Trustees were attempting to tie Pearson to a Dec. 7-9 boycott of schools by black students. Pearson, as an NAACP leader, voiced a number of what he called “inequities” within the school system and gave tacit approval to the boycott even though he was in his classroom during the widespread truancy.
Shortly after the boycott, Pearson was called on the carpet twice and each time refused to answer any questions posed by the trustees. The first time, he requested a continuance until he could hire an attorney. The second time, Pearson’s attorney advised him to remain silent.
• In other news from public schools, a haircut administered to a student by an assistant principal was described as possibly leading to the end of closed hearings for teachers in Duval County.
The student was Jerry Harper, a 15-year-old ninth-grader at Kirby Smith Junior High School. He claimed his long, wavy hair was shorn to the scalp by Siegfried John Mark, the school’s assistant principal.
While Mark admitted the barbering, there was some misunderstanding as to whether Harper consented to the haircut or was forced to submit to the shears. The issue was thrashed out in a private hearing before the Board of School Trustees in School Superintendent Ish Brant’s office.
George Stallings, Harper’s attorney, objected to the meeting being closed to the press and the public.
He acceded, however, when shown a section of the state Teacher Tenure Act, which stated that charges against teachers are typically aired in public, but can be handled in private if the person against whom the charges are brought requests that occur.
Hugh Wilcox, trustee chairman, said no action had been taken and the meeting was simply to ascertain the facts in the incident. The trustees would not reach a decision in the case until after a hearing scheduled a week later before Justice of the Peace Dorcas Drake.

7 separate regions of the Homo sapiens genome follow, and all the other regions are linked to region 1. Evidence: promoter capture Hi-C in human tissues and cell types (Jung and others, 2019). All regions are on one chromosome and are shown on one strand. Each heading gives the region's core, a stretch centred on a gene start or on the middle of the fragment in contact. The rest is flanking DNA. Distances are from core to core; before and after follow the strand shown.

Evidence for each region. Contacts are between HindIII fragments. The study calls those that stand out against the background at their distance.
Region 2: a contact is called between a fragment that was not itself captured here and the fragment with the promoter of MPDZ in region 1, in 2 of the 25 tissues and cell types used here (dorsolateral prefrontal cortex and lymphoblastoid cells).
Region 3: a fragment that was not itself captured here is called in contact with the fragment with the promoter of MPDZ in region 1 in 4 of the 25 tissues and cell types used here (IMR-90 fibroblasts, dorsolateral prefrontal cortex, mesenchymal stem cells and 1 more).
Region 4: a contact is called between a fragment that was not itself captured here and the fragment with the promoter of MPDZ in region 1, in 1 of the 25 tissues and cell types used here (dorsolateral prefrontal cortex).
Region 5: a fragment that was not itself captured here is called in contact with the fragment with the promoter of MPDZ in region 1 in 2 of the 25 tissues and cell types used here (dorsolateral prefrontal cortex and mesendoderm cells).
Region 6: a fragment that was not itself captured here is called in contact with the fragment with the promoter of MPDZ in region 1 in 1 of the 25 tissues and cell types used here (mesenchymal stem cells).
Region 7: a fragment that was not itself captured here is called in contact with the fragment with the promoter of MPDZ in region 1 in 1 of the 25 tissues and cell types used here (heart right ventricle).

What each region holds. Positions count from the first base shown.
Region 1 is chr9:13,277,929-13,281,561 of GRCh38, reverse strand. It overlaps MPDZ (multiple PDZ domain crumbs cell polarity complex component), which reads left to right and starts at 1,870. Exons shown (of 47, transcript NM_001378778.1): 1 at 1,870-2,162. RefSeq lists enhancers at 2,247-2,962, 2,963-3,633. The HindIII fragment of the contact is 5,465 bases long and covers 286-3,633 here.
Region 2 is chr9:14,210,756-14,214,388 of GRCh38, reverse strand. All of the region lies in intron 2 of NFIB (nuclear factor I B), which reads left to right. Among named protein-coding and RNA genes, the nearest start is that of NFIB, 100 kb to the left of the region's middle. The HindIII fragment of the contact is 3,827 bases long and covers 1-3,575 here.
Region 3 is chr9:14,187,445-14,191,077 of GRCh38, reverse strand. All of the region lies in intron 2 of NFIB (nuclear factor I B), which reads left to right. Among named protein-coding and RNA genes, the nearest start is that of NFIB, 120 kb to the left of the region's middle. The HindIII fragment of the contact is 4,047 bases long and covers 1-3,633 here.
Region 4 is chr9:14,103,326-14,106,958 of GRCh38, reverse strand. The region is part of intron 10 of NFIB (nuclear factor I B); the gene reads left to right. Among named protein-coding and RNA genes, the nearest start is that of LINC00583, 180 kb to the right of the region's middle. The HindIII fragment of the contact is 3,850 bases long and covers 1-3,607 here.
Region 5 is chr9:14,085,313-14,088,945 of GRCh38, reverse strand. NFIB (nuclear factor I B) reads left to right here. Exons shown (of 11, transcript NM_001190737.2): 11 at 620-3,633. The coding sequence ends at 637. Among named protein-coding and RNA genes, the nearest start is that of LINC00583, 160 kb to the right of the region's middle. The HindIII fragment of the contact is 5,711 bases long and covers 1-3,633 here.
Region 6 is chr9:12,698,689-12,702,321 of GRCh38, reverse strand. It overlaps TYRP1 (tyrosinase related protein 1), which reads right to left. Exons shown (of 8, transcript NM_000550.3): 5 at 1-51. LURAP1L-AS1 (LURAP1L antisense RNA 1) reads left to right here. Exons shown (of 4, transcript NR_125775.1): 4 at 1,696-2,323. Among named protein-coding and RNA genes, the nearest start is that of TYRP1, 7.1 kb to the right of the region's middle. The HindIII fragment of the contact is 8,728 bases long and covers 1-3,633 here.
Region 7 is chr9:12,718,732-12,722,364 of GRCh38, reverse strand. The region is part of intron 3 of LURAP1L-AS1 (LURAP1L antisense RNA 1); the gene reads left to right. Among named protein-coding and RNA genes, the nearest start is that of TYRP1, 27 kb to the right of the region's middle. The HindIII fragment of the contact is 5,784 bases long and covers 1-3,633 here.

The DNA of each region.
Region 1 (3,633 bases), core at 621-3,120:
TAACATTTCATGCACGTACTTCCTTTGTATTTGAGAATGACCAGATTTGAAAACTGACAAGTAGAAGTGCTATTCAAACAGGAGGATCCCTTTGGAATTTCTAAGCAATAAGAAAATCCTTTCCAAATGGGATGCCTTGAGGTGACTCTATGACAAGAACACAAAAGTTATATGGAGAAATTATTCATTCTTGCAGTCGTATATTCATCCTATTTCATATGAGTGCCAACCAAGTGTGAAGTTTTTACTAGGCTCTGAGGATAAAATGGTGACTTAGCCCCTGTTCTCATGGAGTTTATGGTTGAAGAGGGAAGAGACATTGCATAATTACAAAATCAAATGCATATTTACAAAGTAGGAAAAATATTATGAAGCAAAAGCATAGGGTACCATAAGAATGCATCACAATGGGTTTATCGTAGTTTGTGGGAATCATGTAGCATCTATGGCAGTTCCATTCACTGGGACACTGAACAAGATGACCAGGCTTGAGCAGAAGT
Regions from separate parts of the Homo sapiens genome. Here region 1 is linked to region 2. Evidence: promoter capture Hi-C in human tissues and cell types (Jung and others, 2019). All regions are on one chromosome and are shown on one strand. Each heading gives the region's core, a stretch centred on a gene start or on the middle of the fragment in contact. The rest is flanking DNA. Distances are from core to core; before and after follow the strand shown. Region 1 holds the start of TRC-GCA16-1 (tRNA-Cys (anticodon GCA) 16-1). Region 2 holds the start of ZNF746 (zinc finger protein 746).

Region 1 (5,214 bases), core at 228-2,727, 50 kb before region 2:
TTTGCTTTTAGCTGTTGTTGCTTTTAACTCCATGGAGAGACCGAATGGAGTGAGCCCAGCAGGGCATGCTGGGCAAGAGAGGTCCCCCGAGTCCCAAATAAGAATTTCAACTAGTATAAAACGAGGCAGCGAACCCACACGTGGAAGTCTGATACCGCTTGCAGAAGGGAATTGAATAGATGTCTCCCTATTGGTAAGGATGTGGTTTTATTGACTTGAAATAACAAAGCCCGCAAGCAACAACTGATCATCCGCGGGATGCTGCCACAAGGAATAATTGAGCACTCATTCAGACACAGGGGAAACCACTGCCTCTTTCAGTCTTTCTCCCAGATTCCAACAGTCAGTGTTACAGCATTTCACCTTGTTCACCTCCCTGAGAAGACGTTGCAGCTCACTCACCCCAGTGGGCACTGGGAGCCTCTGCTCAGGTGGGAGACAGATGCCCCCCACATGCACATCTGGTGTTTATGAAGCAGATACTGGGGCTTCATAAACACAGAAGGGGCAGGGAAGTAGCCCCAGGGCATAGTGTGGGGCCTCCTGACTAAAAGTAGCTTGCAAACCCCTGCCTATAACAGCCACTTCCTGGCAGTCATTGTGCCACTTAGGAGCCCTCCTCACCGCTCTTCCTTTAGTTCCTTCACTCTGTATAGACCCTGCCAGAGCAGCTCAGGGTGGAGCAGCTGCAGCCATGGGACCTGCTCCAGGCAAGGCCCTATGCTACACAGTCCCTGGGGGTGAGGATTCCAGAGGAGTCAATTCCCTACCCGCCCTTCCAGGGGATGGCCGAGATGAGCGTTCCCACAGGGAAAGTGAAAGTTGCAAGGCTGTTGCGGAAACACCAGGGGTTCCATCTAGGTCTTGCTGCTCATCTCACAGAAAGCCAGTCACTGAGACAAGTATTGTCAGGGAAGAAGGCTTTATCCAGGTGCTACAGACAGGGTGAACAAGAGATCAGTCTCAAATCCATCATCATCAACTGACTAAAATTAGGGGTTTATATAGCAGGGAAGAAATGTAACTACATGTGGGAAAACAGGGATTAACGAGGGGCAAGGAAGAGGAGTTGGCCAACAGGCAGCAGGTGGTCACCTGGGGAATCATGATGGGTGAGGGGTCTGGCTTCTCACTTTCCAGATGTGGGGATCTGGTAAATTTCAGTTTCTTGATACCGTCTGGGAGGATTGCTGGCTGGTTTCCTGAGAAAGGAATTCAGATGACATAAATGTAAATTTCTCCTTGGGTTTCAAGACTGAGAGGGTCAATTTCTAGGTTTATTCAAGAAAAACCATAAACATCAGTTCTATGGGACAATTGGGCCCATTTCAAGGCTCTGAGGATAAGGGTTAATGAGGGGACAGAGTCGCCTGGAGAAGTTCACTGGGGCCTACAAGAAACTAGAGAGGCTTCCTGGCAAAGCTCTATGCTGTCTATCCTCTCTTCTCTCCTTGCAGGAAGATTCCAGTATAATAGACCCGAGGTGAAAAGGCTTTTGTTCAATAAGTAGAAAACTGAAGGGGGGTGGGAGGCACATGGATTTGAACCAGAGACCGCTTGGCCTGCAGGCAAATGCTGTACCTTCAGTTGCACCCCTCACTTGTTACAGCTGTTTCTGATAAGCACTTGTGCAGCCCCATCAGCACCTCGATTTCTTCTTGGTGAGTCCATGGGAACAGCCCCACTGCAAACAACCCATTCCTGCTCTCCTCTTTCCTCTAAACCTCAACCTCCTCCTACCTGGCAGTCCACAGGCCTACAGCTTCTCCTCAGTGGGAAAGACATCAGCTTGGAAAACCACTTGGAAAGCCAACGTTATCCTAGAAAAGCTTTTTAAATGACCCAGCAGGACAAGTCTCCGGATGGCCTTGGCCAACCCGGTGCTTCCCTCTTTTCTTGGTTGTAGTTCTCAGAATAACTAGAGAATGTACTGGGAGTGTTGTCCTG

Stallings said no matter the outcome, he would take the matter to the Legislature.
“There is no logical reason in the world why a schoolteacher should be given special immunity or privileges that any citizen or public official is not given,” he said. “School teachers are in the public light and should be subject to public view. It goes back to the old adage that people who live in glass houses shouldn’t throw stones.”
• At the 80th annual meeting of the Jacksonville Area Chamber of Commerce, Claude J. Yates was installed as president.
After he was sworn in, Yates outlined his goals for 1965, including reorganizing Duval County’s public school system, establishment of a junior college in Jacksonville and creating a minimum of 5,000 jobs each year for the next five years.
Treasurer A.B. Conley Jr. reported the chamber had $21,675 on deposit as compared to $20,000 in the bank when the 1964 meeting was called to order.
• Faced with a wave of protests from residents, the County Zoning Board rejected an application that would have allowed construction of an elaborate restaurant, cocktail lounge and package store on Lake Geraldine, just north of Lakewood Shopping Center.
The facility, referred to as a “$500,000 showplace,” would have been built on pilings over the lake, east of San Jose Boulevard.
The ruling was at least a temporary setback for Walter R. Crabtree Co., which filed the petition to rezone the 2.2-acre parcel.
Crabtree’s attorney, Harry B. Fozzard, said his client was amending the petition to ask rezoning of only half of the property, shifting the proposed restaurant further from homes on the north bank of the lake.
R. Hudson Oliff, attorney for the residents protesting the rezoning, had 63 petitions that he said contained signatures of 1,370 opponents.
“The petitions represent a community protest, not just the people living on the lake,” he said.
Another attorney, John Paul Howard, a deacon in San Jose Baptist Church, also was in the forefront of the opposition, joined by ministers of several churches in the area.